Irritable Bowel Syndrome
Irritable Bowel Syndrome?
Irritable Bowel Syndrome is a very common disorder. The bowel consists of the esophagus, stomach, small intestines (small bowel) and large intestines (large bowel or colon). Normally these hollow muscular tubes contract in a smooth steady fashion. If the contractions are sporadic or spasmodic, then various symptoms may arise. For example, if the stomach and small intestines contract irregularly, one may experience burning and pain located just above the belly button along with nausea, burping and belching. However, if the contractions are mainly in the large bowel, then one may experience lower abdominal crampy pain or pain under the rib cage, with bloating, gas and either diarrhea, constipation, or alternating diarrhea and constipation.
What Causes Irritable Bowel Syndrome?
It is believed that I.B.S. results from the lack of "fiber" or "roughage" in the diet. In addition, some people notice that when they are under stress or if they feel depressed, their symptoms are much worse. This is because the bowel reacts very quickly to stress or strain by contracting in an irregular fashion.
What is "Fiber or Roughage"?
In western society our diet has changed over the years. We now eat very few unrefined foods, that's the part of the fruit, vegetable or grain that is not broken down by digestive juices in the intestines. This part retains water in the intestines adding bulk to the stool. This in turn helps to regulate the intestinal contractions. In countries where people eat a high fiber diet, there is very little I.B.S.
How do I know that I do not have anything more serious- like cancer?
The tests that we carry our are designed to rule out, as far as possible, any serious diseases that can sometime give rise to similar symptoms. Very often we order blood tests. In addition, we may do a fiberoptic endoscopy either of the stomach or part of the colon. An upper endoscopy consists of passing a thin flexible tube through the mouth and into the stomach and duodenum (the first part of the small intestine). A lower endoscopy consists of passing a thin flexible tube by way of the rectum into the colon. Both test check for any inflammation or ulceration. If you fail to respond to treatment, further investigation may be required; but this is unusual.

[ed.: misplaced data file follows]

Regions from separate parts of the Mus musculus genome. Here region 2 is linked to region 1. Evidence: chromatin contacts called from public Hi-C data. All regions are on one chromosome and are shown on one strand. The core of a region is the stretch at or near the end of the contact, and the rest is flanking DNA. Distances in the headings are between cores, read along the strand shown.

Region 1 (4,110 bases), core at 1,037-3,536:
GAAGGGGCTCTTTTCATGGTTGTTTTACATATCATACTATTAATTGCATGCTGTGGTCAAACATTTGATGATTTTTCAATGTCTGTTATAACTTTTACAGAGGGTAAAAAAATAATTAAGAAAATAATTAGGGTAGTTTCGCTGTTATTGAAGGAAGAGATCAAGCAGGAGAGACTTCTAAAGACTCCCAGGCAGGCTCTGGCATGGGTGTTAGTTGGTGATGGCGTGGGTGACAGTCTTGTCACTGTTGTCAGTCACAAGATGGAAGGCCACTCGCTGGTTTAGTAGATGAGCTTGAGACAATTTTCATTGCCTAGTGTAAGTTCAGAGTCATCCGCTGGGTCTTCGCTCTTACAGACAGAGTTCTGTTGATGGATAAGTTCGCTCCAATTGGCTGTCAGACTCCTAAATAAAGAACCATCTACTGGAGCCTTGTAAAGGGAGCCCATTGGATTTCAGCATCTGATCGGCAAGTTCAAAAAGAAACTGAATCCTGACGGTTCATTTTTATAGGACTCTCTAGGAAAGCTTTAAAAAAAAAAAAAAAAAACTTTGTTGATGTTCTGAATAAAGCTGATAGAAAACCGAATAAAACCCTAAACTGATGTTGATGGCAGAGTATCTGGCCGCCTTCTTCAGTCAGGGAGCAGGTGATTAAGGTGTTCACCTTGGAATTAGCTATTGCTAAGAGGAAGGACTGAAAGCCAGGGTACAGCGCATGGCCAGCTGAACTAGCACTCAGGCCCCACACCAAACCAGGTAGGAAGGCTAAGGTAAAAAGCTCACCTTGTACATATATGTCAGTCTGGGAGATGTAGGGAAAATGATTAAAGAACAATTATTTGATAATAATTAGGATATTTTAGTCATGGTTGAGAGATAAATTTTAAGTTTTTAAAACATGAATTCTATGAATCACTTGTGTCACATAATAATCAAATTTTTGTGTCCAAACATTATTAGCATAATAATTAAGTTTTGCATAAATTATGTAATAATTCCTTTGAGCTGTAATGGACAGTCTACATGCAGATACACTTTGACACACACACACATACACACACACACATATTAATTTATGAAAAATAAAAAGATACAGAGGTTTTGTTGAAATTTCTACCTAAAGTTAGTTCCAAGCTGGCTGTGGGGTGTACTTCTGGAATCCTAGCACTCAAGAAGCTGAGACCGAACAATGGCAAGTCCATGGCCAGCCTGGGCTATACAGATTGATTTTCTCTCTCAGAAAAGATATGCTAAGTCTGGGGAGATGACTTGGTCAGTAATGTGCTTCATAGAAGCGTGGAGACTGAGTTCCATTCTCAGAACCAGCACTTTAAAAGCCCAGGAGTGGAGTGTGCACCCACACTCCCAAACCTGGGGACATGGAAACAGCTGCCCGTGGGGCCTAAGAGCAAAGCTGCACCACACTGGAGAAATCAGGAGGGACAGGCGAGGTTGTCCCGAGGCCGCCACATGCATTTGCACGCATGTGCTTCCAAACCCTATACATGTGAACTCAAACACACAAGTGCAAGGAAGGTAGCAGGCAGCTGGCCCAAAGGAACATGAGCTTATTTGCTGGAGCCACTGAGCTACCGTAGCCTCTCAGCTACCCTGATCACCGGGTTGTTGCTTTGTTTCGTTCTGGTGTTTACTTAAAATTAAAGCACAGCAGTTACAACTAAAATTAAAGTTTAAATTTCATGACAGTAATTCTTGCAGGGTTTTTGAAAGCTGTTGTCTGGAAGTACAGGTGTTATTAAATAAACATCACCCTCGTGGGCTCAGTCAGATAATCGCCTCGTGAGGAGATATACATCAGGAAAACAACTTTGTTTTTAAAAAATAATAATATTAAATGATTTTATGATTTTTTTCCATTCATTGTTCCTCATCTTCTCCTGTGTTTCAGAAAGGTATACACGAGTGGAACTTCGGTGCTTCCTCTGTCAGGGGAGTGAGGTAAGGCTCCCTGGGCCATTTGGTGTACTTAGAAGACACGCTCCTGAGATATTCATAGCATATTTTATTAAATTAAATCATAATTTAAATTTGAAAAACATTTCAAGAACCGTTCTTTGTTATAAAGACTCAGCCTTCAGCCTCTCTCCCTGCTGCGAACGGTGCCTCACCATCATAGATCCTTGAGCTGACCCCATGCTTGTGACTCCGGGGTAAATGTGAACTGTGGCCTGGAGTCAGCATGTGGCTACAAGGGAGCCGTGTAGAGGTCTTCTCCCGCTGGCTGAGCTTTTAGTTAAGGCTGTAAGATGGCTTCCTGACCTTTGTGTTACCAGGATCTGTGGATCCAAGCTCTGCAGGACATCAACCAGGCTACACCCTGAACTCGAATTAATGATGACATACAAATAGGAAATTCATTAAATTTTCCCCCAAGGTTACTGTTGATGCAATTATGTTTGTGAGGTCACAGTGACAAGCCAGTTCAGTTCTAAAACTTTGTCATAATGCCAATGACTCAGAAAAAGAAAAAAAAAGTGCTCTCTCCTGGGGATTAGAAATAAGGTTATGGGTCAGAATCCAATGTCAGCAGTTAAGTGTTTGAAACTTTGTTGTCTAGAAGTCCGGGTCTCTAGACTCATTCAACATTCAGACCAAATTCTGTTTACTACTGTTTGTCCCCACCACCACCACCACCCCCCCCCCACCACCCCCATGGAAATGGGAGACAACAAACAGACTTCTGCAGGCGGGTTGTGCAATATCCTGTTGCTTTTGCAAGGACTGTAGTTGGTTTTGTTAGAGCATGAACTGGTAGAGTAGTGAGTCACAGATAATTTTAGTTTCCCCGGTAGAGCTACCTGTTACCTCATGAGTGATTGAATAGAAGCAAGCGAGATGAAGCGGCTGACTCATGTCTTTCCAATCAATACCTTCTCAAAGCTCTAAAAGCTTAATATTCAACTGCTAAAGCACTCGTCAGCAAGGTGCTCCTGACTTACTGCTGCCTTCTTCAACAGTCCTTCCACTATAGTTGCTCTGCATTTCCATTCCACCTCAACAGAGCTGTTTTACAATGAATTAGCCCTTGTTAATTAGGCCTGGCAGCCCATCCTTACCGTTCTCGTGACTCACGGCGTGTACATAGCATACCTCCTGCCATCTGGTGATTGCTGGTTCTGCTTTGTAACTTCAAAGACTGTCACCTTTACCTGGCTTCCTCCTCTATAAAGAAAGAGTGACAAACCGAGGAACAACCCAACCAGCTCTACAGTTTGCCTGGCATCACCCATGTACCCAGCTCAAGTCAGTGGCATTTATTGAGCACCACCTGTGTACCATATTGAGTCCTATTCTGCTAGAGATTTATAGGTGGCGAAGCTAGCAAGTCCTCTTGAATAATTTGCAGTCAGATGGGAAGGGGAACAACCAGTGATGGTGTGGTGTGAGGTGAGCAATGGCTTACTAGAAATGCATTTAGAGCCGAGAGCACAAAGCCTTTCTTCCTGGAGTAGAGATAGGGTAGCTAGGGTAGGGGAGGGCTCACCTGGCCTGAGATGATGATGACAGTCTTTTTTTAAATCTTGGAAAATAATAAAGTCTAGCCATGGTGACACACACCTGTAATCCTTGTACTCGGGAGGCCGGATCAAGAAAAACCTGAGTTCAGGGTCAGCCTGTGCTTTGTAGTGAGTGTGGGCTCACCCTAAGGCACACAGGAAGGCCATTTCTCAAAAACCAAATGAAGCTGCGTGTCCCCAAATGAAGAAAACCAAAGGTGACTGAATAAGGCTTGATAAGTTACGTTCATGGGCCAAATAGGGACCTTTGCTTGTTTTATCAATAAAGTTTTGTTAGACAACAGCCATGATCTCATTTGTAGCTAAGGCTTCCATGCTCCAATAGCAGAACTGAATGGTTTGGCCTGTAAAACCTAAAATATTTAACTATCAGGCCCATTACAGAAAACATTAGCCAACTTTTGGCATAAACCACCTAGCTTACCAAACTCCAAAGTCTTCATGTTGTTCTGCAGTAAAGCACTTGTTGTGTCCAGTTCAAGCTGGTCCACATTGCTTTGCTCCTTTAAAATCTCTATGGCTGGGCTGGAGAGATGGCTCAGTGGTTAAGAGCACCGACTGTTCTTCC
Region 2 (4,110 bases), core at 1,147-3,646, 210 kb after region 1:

What is the treatment for I.B.S.?
The first step is to being a high fiber diet. This means increasing the amount of roughage that you are eating now. We recommend that you have a bowl of Fiber One™ or Bran Buds™ cereal every morning. Your diet should include lots of fruits, vegetables, and whole grain breads.
Do I need to take anything else?
Occasionally, we prescribe anti-spasm pills such as Bentyl or tranquilizers for a brief period. If your symptoms are related to depression, it is important to recognize this. Many different medications are now available to treat depression.
How long will it take for me to get better?
You may not notice any improvement during the first week or so on the high fiber diet. In fact, you may feel worse. This is because your body is not yet used to the new foods you are eating. After the initial adjustment period, however, you should begin to feel much better. By the end of the first or second month your symptoms will probably be much less severe.
What shoud I do if I develop other symptoms?
If your symptoms change, or if you develop new complaints (such as blood in your stool), or anything which worries you, then you should see your doctor. It is always possible to develop another disease or condition, just like anyone else.